While companies such as AOL and Skype offer free Internet calls, Jajah's service doesn't require a high-speed Internet connection.

Jajah hopes to make money by charging for other services, such as the low-rate calls it provides to countries not on the free list, scheduled calling and small-business services.

This morning, the site wasn't letting us register. Matt's sister, who woke up in the UK earlier, was able to get to a registration page, but was confused by a question asking for a "source number."

We'll give this a day, and come back. We hope the get it together soon. Several hundred thousand people are about to wake up to read about the Jajah service in the Mercury News today. If it doesn't work for them, will they come back?

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I also use gizmoproject.com. It's fairly new, growing fast and has great call quality. Skype has been great. I've also used Broadvoice and Vonage but I only need a softphone (laptop based phone) and a mobile phone, so the Vonage service was dumped recently. Broadvoice is less expensive. Sometimes I find one connection will be patchy, and calling via an alternative system is clear, so I keep three softphones on my laptop. Depends on the weather I guess.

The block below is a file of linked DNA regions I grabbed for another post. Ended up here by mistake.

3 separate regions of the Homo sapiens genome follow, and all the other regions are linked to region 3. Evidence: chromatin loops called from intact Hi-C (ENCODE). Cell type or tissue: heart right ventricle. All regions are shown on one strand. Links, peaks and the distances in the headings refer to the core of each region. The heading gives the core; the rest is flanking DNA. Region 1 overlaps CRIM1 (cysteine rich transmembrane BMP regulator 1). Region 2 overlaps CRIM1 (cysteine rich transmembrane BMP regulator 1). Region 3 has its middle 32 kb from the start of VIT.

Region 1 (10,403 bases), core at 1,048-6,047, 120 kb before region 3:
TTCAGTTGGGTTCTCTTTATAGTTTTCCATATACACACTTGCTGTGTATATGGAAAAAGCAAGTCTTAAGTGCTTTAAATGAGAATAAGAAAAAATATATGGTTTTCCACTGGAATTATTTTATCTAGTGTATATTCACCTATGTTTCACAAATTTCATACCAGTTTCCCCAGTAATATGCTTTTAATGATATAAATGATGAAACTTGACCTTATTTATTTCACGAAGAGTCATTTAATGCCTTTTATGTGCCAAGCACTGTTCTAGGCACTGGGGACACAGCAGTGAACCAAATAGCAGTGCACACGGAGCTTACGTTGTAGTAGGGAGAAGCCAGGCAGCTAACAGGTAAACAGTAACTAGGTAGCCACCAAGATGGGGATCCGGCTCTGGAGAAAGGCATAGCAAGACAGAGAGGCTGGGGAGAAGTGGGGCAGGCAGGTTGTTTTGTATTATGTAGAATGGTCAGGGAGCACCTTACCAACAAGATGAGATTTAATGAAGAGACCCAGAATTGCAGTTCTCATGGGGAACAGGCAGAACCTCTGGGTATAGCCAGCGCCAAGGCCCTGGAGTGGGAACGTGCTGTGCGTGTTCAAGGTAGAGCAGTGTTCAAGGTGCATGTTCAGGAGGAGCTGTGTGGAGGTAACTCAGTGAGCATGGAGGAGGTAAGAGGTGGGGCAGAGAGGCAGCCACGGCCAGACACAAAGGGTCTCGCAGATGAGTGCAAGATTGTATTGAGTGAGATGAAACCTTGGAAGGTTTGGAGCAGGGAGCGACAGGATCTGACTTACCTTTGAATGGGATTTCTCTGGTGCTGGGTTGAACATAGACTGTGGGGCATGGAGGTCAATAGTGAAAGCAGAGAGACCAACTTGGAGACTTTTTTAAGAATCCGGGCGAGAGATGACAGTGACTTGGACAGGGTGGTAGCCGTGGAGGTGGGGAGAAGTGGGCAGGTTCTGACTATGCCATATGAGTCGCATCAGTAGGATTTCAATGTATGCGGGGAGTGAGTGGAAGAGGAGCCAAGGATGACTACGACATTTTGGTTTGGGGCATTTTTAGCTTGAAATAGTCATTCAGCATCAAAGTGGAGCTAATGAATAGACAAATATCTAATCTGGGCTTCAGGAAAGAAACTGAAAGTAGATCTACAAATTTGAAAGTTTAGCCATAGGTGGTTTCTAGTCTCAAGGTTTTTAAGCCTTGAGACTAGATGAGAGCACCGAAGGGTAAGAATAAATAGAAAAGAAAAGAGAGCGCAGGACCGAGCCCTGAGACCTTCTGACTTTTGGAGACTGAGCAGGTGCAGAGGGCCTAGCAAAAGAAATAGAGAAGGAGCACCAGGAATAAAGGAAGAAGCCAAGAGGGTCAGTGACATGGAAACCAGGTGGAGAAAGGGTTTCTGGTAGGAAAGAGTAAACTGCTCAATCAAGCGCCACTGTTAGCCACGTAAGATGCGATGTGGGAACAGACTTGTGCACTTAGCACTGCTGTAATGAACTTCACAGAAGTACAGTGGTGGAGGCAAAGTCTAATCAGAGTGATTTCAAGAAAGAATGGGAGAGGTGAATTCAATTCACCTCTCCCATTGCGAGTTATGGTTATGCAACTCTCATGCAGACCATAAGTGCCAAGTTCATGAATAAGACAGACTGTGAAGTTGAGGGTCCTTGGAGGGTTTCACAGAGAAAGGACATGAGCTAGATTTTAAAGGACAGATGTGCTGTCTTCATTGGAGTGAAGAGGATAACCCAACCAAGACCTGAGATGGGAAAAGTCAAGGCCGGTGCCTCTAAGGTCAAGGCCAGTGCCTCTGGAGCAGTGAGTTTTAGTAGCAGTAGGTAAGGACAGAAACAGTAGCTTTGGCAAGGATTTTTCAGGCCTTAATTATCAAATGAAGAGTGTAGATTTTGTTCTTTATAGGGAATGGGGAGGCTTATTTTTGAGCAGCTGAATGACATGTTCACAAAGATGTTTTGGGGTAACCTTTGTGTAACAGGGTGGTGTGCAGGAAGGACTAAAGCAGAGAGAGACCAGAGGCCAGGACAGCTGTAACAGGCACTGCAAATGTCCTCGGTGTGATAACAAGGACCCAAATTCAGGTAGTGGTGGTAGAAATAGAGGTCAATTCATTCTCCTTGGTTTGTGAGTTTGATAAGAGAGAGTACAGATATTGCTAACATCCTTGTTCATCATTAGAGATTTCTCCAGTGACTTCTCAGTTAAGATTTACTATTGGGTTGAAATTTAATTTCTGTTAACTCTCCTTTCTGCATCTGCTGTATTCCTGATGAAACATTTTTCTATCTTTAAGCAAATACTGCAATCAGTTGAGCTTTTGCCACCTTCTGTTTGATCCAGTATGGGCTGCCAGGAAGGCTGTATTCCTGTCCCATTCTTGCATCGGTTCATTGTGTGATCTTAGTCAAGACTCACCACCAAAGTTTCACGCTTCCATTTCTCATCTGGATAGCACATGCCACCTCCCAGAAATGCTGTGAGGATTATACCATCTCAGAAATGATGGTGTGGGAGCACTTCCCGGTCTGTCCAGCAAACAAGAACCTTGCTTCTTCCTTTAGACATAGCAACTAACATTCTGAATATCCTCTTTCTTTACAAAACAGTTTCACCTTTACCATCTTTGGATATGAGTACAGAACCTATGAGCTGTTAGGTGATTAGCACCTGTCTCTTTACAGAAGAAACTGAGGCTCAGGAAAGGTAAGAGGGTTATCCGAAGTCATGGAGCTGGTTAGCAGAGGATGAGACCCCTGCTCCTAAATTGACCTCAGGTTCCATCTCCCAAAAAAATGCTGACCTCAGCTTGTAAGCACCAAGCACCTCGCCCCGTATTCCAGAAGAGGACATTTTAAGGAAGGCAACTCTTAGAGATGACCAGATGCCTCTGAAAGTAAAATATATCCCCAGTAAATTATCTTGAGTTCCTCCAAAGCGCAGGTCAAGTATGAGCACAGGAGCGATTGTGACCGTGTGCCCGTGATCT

Mark Brooks
editor, onlinepersonalswatch.com
chief entertainment officer, ace-club.com

Mark Brooks on June 27, 2006 8:33 AM
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Isn't this what dial pad did originally and failed at?

Mitur Bin Izdurte on June 27, 2006 10:42 AM
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Looks like the response was so strong that they were overrun with calls in the morning. The site is up and looks pretty cool.

VG on June 27, 2006 11:55 AM
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You are right VG; I have updated.

Matt Marshall on June 27, 2006 1:03 PM
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Too bad it can't pay my cell minutes too.

PJ on June 27, 2006 7:13 PM